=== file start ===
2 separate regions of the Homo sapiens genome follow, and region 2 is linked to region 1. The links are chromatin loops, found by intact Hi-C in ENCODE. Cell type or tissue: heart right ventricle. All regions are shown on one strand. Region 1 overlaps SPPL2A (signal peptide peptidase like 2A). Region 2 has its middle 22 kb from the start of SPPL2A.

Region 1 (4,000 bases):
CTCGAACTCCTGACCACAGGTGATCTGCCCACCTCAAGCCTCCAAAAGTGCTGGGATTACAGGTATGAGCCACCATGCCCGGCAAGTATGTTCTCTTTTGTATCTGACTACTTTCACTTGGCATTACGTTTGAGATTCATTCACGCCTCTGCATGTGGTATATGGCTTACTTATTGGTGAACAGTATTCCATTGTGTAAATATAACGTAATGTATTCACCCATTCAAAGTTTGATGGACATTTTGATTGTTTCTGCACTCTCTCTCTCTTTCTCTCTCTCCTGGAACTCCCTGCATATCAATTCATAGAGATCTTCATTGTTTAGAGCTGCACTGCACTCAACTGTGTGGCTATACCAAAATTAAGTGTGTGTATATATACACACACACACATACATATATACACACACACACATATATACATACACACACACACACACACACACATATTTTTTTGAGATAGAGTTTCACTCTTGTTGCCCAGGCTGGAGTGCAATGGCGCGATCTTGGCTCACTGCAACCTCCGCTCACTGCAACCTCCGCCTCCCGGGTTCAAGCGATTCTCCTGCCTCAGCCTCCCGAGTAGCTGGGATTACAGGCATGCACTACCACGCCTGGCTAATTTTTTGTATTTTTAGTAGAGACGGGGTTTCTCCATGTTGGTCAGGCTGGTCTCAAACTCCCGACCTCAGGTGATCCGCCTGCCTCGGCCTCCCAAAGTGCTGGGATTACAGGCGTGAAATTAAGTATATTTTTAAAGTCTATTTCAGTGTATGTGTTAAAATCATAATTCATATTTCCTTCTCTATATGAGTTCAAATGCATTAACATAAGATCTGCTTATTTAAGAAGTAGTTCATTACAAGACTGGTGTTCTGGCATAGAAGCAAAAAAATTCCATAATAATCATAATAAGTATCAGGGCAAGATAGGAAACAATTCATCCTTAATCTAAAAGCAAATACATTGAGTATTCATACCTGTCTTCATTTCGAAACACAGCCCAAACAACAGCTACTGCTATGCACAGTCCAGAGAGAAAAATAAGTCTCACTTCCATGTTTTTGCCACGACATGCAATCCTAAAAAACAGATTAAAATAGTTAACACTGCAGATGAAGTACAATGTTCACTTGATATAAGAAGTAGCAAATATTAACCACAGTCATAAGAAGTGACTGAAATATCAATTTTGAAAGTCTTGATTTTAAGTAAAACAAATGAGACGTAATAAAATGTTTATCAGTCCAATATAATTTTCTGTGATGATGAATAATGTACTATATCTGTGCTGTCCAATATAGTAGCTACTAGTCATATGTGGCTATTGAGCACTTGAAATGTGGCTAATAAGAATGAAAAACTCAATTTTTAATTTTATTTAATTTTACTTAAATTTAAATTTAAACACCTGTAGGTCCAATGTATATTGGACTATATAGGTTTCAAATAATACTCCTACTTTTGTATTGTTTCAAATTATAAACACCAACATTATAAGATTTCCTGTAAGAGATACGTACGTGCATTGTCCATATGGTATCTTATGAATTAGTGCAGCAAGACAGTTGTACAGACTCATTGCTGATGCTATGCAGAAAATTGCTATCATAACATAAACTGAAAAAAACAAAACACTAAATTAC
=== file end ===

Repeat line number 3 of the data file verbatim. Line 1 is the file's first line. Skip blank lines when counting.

CTCGAACTCCTGACCACAGGTGATCTGCCCACCTCAAGCCTCCAAAAGTGCTGGGATTACAGGTATGAGCCACCATGCCCGGCAAGTATGTTCTCTTTTGTATCTGACTACTTTCACTTGGCATTACGTTTGAGATTCATTCACGCCTCTGCATGTGGTATATGGCTTACTTATTGGTGAACAGTATTCCATTGTGTAAATATAACGTAATGTATTCACCCATTCAAAGTTTGATGGACATTTTGATTGTTTCTGCACTCTCTCTCTCTTTCTCTCTCTCCTGGAACTCCCTGCATATCAATTCATAGAGATCTTCATTGTTTAGAGCTGCACTGCACTCAACTGTGTGGCTATACCAAAATTAAGTGTGTGTATATATACACACACACACATACATATATACACACACACACATATATACATACACACACACACACACACACACATATTTTTTTGAGATAGAGTTTCACTCTTGTTGCCCAGGCTGGAGTGCAATGGCGCGATCTTGGCTCACTGCAACCTCCGCTCACTGCAACCTCCGCCTCCCGGGTTCAAGCGATTCTCCTGCCTCAGCCTCCCGAGTAGCTGGGATTACAGGCATGCACTACCACGCCTGGCTAATTTTTTGTATTTTTAGTAGAGACGGGGTTTCTCCATGTTGGTCAGGCTGGTCTCAAACTCCCGACCTCAGGTGATCCGCCTGCCTCGGCCTCCCAAAGTGCTGGGATTACAGGCGTGAAATTAAGTATATTTTTAAAGTCTATTTCAGTGTATGTGTTAAAATCATAATTCATATTTCCTTCTCTATATGAGTTCAAATGCATTAACATAAGATCTGCTTATTTAAGAAGTAGTTCATTACAAGACTGGTGTTCTGGCATAGAAGCAAAAAAATTCCATAATAATCATAATAAGTATCAGGGCAAGATAGGAAACAATTCATCCTTAATCTAAAAGCAAATACATTGAGTATTCATACCTGTCTTCATTTCGAAACACAGCCCAAACAACAGCTACTGCTATGCACAGTCCAGAGAGAAAAATAAGTCTCACTTCCATGTTTTTGCCACGACATGCAATCCTAAAAAACAGATTAAAATAGTTAACACTGCAGATGAAGTACAATGTTCACTTGATATAAGAAGTAGCAAATATTAACCACAGTCATAAGAAGTGACTGAAATATCAATTTTGAAAGTCTTGATTTTAAGTAAAACAAATGAGACGTAATAAAATGTTTATCAGTCCAATATAATTTTCTGTGATGATGAATAATGTACTATATCTGTGCTGTCCAATATAGTAGCTACTAGTCATATGTGGCTATTGAGCACTTGAAATGTGGCTAATAAGAATGAAAAACTCAATTTTTAATTTTATTTAATTTTACTTAAATTTAAATTTAAACACCTGTAGGTCCAATGTATATTGGACTATATAGGTTTCAAATAATACTCCTACTTTTGTATTGTTTCAAATTATAAACACCAACATTATAAGATTTCCTGTAAGAGATACGTACGTGCATTGTCCATATGGTATCTTATGAATTAGTGCAGCAAGACAGTTGTACAGACTCATTGCTGATGCTATGCAGAAAATTGCTATCATAACATAAACTGAAAAAAACAAAACACTAAATTAC